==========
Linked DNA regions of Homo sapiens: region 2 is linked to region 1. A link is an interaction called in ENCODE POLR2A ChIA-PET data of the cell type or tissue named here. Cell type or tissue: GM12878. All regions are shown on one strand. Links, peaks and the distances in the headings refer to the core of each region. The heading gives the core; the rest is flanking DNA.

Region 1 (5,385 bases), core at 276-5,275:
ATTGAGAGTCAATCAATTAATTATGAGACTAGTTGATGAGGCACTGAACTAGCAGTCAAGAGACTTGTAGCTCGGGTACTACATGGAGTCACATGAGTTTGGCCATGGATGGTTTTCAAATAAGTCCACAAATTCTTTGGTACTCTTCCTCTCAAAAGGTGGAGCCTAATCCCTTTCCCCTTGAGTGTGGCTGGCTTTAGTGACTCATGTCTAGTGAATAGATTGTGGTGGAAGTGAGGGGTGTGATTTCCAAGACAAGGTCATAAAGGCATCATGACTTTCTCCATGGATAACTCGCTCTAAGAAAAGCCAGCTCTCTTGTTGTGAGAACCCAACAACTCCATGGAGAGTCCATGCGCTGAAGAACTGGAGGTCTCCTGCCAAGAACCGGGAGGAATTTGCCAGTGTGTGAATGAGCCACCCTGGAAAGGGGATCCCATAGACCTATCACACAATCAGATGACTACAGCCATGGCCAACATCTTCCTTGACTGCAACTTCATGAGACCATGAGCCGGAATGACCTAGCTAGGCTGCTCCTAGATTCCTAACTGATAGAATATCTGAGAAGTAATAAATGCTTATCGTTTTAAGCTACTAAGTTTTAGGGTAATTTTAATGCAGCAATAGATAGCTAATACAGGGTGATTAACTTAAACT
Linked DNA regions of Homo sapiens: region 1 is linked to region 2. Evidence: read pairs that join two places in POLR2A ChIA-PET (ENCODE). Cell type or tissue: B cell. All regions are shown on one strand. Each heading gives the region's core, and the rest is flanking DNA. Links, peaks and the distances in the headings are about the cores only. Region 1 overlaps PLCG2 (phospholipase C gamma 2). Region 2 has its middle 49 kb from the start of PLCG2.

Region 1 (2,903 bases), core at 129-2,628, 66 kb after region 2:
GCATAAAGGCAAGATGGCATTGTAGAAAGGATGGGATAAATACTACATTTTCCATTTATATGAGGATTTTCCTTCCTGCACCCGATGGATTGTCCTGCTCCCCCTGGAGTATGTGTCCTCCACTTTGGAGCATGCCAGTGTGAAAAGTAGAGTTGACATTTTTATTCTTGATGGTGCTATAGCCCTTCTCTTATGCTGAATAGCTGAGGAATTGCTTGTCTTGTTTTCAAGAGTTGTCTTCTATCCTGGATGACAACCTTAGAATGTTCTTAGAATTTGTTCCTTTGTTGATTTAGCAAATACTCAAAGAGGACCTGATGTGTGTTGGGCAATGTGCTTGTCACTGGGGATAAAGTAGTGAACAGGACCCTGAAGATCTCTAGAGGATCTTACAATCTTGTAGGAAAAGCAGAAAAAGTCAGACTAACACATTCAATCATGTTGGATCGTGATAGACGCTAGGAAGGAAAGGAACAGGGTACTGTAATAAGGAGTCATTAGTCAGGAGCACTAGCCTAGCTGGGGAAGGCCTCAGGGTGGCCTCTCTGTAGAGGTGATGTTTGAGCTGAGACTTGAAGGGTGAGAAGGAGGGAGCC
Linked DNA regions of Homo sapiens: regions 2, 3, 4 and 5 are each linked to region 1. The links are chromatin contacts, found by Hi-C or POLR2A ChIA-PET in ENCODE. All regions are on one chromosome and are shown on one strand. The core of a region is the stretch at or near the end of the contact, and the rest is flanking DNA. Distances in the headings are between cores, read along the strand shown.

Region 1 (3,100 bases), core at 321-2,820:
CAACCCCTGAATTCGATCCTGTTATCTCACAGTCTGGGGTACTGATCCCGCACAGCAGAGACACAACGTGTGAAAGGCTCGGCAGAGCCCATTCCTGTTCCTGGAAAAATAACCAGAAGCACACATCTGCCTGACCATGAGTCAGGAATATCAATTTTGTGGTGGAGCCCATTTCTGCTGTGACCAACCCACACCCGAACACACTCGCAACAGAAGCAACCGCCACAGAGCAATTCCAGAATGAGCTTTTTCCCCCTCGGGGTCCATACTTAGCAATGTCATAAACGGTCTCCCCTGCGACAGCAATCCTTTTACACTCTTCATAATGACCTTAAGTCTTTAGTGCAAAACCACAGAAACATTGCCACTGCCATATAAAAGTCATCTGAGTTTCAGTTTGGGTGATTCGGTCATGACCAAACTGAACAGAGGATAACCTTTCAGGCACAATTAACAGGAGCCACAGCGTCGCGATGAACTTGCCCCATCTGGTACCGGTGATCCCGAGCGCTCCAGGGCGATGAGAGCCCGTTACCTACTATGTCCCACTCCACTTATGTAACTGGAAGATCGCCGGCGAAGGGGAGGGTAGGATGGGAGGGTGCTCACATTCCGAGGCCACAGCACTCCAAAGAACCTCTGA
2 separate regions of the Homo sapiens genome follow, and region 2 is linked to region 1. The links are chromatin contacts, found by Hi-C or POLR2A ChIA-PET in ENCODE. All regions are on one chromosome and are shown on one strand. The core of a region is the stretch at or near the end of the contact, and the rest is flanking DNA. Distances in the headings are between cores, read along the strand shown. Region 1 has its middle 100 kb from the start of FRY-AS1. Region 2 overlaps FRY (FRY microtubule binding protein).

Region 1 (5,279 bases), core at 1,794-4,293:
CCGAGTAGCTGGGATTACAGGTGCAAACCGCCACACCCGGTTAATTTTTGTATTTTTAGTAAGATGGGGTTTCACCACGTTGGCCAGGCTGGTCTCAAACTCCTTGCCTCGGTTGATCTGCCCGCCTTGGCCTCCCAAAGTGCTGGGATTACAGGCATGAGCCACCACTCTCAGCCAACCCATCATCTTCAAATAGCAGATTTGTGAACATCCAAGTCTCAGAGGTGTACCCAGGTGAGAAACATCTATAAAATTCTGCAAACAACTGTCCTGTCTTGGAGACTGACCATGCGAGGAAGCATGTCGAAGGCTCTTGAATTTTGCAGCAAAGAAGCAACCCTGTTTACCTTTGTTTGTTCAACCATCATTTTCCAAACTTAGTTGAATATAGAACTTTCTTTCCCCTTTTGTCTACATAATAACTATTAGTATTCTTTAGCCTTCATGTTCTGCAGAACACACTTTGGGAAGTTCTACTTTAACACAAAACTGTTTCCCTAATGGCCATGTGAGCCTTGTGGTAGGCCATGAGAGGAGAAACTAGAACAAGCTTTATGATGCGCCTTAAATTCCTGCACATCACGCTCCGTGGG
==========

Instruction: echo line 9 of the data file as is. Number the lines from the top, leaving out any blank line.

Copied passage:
CAACCCCTGAATTCGATCCTGTTATCTCACAGTCTGGGGTACTGATCCCGCACAGCAGAGACACAACGTGTGAAAGGCTCGGCAGAGCCCATTCCTGTTCCTGGAAAAATAACCAGAAGCACACATCTGCCTGACCATGAGTCAGGAATATCAATTTTGTGGTGGAGCCCATTTCTGCTGTGACCAACCCACACCCGAACACACTCGCAACAGAAGCAACCGCCACAGAGCAATTCCAGAATGAGCTTTTTCCCCCTCGGGGTCCATACTTAGCAATGTCATAAACGGTCTCCCCTGCGACAGCAATCCTTTTACACTCTTCATAATGACCTTAAGTCTTTAGTGCAAAACCACAGAAACATTGCCACTGCCATATAAAAGTCATCTGAGTTTCAGTTTGGGTGATTCGGTCATGACCAAACTGAACAGAGGATAACCTTTCAGGCACAATTAACAGGAGCCACAGCGTCGCGATGAACTTGCCCCATCTGGTACCGGTGATCCCGAGCGCTCCAGGGCGATGAGAGCCCGTTACCTACTATGTCCCACTCCACTTATGTAACTGGAAGATCGCCGGCGAAGGGGAGGGTAGGATGGGAGGGTGCTCACATTCCGAGGCCACAGCACTCCAAAGAACCTCTGA